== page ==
The Court of Appeal in Terry did not expressly deal with the situation where a final judgment has been provided in draft form to legal advisers but not yet formally handed down, as frequently happens when judgments are reserved. Given the fact that a judgment can be altered at any point before it is formally handed down, it must follow that the Court of Appeal’s reasoning in Terry applies only from the point of formal handing down.

The Court of Appeal concluded by noting that there was no good reason why the defendant should not have adopted one of the existing means of challenging a judgment obtained by fraud. The problem for the defendant in Terry may well have been that using one of those mechanisms would not have been straightforward.

Existing mechanisms available for challenging judgments obtained by fraud

In Terry, the Court of Appeal confirmed the existence of mechanisms available to parties wishing to challenge judgments which have been obtained by fraud:

  • Appealing out of time, adducing fresh evidence through which either a fraud is admitted or the evidence of it is incontrovertible.
  • A fresh action seeking the equitable relief of setting aside the judgment. The fraud would need to be properly particularised and proved.

The key difficulties with these mechanisms are that the former involves a very high burden and is likely to arise rarely. The latter is likely to involve considerable expense. There is also the practical consideration of whether there is likely to be any pot of money available at the end of the process for the innocent party (which may arise if, for example, insurance funds are no longer available to a fraudulent party).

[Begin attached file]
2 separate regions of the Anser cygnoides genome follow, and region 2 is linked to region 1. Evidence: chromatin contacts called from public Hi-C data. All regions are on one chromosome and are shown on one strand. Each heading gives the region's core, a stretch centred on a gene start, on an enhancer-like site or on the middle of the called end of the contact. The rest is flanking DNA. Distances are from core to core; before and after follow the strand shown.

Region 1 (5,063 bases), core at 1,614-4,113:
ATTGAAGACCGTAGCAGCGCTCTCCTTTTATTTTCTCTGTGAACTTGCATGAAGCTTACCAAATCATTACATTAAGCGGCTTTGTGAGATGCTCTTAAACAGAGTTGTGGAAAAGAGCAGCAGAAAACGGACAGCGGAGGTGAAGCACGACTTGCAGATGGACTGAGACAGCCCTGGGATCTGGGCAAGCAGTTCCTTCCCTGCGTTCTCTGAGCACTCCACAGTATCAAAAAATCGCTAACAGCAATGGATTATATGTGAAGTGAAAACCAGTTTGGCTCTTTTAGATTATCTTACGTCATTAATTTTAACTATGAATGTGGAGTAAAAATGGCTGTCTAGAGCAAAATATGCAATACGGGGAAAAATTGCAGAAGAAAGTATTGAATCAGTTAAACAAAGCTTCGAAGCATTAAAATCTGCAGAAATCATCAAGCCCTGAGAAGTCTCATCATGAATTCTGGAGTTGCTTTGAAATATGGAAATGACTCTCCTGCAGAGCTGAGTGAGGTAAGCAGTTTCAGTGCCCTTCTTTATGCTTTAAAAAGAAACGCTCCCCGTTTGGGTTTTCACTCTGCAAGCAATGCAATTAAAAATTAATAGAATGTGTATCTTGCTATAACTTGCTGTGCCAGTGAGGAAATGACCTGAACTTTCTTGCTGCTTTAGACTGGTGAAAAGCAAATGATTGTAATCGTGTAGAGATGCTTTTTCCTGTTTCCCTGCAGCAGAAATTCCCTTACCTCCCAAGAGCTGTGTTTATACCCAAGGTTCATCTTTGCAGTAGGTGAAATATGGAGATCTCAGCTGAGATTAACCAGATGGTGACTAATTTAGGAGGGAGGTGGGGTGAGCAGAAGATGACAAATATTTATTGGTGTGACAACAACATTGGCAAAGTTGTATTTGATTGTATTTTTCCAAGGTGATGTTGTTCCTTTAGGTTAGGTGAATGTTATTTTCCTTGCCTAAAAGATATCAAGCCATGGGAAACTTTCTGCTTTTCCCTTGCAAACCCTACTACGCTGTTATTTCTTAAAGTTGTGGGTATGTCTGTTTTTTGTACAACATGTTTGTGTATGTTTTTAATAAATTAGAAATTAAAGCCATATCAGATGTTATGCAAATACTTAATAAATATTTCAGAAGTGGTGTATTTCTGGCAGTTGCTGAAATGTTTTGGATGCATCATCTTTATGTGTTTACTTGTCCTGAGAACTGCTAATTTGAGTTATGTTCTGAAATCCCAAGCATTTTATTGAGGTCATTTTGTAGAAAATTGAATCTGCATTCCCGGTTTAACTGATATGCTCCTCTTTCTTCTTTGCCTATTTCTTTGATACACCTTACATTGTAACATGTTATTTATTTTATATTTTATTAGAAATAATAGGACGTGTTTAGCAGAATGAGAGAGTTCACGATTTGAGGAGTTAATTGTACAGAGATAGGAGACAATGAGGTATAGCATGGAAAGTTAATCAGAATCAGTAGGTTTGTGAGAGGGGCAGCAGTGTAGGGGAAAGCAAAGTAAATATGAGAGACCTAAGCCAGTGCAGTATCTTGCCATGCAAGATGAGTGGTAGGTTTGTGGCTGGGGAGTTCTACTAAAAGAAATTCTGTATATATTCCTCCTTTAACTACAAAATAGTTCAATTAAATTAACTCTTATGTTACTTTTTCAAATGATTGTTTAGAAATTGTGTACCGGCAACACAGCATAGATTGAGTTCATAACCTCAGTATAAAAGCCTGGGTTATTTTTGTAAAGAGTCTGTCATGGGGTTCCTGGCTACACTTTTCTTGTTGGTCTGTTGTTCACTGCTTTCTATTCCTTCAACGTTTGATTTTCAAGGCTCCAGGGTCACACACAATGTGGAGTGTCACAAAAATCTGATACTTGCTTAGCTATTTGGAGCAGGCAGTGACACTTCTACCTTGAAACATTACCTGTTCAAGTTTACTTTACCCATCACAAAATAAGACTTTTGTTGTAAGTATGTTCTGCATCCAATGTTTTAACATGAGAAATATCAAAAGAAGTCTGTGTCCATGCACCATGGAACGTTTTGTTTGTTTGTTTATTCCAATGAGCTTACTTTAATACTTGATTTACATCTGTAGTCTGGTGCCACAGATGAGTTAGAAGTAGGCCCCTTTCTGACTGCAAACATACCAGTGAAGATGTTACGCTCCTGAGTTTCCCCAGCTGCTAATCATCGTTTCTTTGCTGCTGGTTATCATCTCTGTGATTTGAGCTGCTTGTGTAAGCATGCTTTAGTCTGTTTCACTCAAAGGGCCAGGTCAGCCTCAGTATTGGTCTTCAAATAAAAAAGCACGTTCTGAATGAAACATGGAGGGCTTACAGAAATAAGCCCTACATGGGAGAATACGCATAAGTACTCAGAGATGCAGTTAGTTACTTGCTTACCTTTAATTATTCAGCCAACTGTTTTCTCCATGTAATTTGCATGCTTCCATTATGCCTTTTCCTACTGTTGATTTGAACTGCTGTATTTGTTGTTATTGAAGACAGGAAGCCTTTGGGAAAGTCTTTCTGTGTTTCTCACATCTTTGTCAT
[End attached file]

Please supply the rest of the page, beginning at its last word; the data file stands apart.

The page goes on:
Further, in order to succeed in setting aside the judgment of the lower court, not only must the fraud be proved, it must have involved “conscious and deliberate dishonesty”, must be “material” (although the case law is not consistent as to the meaning of “material”) and the evidence relied on to establish the fraud must be such that it could not with reasonable diligence have been obtained for the trial.

In other words, there are significant procedural and practical constraints associated with making successful use of these mechanisms.

Separately, there is always the risk of a custodial sentence for a party pursuing a dishonest claim. In the recent 2018 case of EUI Ltd v Dodd and others, custodial sentences were given to three individuals who had been involved in a staged road traffic accident and pursued fraudulent insurance claims. The insurance company applied for the committal for contempt of court of the three respondents. The three respondents abandoned their claims before the case reached a final hearing. Notwithstanding this, two of the three were handed a custodial sentence of nine months reduced to six months, and the third was handed a custodial sentence of six months reduced to four months. The court was keen to emphasise the very serious view it takes of fraudulent claims.